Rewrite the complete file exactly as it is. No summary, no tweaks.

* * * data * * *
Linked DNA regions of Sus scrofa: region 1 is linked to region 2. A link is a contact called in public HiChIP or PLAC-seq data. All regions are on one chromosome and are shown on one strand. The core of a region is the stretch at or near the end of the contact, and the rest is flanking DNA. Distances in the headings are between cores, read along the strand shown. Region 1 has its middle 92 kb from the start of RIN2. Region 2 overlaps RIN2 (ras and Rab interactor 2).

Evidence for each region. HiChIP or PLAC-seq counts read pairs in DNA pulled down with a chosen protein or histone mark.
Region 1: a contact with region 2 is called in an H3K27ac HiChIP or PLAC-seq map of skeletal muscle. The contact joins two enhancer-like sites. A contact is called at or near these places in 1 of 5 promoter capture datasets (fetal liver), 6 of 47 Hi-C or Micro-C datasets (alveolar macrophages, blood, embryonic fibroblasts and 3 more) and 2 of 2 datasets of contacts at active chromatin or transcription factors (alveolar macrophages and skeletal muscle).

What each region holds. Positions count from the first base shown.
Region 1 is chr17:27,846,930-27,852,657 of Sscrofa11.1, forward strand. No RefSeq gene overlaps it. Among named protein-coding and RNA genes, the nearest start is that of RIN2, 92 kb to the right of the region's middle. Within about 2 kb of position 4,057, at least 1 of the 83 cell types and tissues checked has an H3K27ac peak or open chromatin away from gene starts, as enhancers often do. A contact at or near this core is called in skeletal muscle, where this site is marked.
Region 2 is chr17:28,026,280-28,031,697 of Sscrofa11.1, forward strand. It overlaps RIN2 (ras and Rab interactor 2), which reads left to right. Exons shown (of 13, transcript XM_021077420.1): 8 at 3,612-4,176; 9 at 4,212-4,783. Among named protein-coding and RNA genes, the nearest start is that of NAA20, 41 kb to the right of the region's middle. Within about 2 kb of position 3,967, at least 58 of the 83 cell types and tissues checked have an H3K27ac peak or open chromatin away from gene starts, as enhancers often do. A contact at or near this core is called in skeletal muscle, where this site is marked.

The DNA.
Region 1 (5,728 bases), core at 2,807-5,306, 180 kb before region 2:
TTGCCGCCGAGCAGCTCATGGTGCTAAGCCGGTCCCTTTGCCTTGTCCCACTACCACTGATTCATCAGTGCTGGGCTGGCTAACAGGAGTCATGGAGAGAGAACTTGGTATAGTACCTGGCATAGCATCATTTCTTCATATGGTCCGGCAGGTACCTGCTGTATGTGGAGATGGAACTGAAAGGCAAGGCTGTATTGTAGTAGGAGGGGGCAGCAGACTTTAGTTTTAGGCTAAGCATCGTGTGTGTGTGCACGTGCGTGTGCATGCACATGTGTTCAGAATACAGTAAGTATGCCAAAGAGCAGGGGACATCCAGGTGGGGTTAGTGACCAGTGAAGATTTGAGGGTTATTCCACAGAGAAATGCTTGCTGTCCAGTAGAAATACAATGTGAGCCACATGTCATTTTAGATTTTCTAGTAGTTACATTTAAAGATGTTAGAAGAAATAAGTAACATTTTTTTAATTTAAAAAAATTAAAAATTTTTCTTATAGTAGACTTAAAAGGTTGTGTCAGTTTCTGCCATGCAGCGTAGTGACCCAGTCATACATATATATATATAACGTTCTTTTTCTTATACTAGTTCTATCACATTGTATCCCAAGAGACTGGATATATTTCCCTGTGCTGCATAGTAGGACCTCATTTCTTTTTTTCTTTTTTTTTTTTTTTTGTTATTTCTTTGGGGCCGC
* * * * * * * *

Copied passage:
Linked DNA regions of Sus scrofa: region 1 is linked to region 2. A link is a contact called in public HiChIP or PLAC-seq data. All regions are on one chromosome and are shown on one strand. The core of a region is the stretch at or near the end of the contact, and the rest is flanking DNA. Distances in the headings are between cores, read along the strand shown. Region 1 has its middle 92 kb from the start of RIN2. Region 2 overlaps RIN2 (ras and Rab interactor 2).

Evidence for each region. HiChIP or PLAC-seq counts read pairs in DNA pulled down with a chosen protein or histone mark.
Region 1: a contact with region 2 is called in an H3K27ac HiChIP or PLAC-seq map of skeletal muscle. The contact joins two enhancer-like sites. A contact is called at or near these places in 1 of 5 promoter capture datasets (fetal liver), 6 of 47 Hi-C or Micro-C datasets (alveolar macrophages, blood, embryonic fibroblasts and 3 more) and 2 of 2 datasets of contacts at active chromatin or transcription factors (alveolar macrophages and skeletal muscle).

What each region holds. Positions count from the first base shown.
Region 1 is chr17:27,846,930-27,852,657 of Sscrofa11.1, forward strand. No RefSeq gene overlaps it. Among named protein-coding and RNA genes, the nearest start is that of RIN2, 92 kb to the right of the region's middle. Within about 2 kb of position 4,057, at least 1 of the 83 cell types and tissues checked has an H3K27ac peak or open chromatin away from gene starts, as enhancers often do. A contact at or near this core is called in skeletal muscle, where this site is marked.
Region 2 is chr17:28,026,280-28,031,697 of Sscrofa11.1, forward strand. It overlaps RIN2 (ras and Rab interactor 2), which reads left to right. Exons shown (of 13, transcript XM_021077420.1): 8 at 3,612-4,176; 9 at 4,212-4,783. Among named protein-coding and RNA genes, the nearest start is that of NAA20, 41 kb to the right of the region's middle. Within about 2 kb of position 3,967, at least 58 of the 83 cell types and tissues checked have an H3K27ac peak or open chromatin away from gene starts, as enhancers often do. A contact at or near this core is called in skeletal muscle, where this site is marked.

The DNA.
Region 1 (5,728 bases), core at 2,807-5,306, 180 kb before region 2:
TTGCCGCCGAGCAGCTCATGGTGCTAAGCCGGTCCCTTTGCCTTGTCCCACTACCACTGATTCATCAGTGCTGGGCTGGCTAACAGGAGTCATGGAGAGAGAACTTGGTATAGTACCTGGCATAGCATCATTTCTTCATATGGTCCGGCAGGTACCTGCTGTATGTGGAGATGGAACTGAAAGGCAAGGCTGTATTGTAGTAGGAGGGGGCAGCAGACTTTAGTTTTAGGCTAAGCATCGTGTGTGTGTGCACGTGCGTGTGCATGCACATGTGTTCAGAATACAGTAAGTATGCCAAAGAGCAGGGGACATCCAGGTGGGGTTAGTGACCAGTGAAGATTTGAGGGTTATTCCACAGAGAAATGCTTGCTGTCCAGTAGAAATACAATGTGAGCCACATGTCATTTTAGATTTTCTAGTAGTTACATTTAAAGATGTTAGAAGAAATAAGTAACATTTTTTTAATTTAAAAAAATTAAAAATTTTTCTTATAGTAGACTTAAAAGGTTGTGTCAGTTTCTGCCATGCAGCGTAGTGACCCAGTCATACATATATATATATAACGTTCTTTTTCTTATACTAGTTCTATCACATTGTATCCCAAGAGACTGGATATATTTCCCTGTGCTGCATAGTAGGACCTCATTTCTTTTTTTCTTTTTTTTTTTTTTTTGTTATTTCTTTGGGGCCGC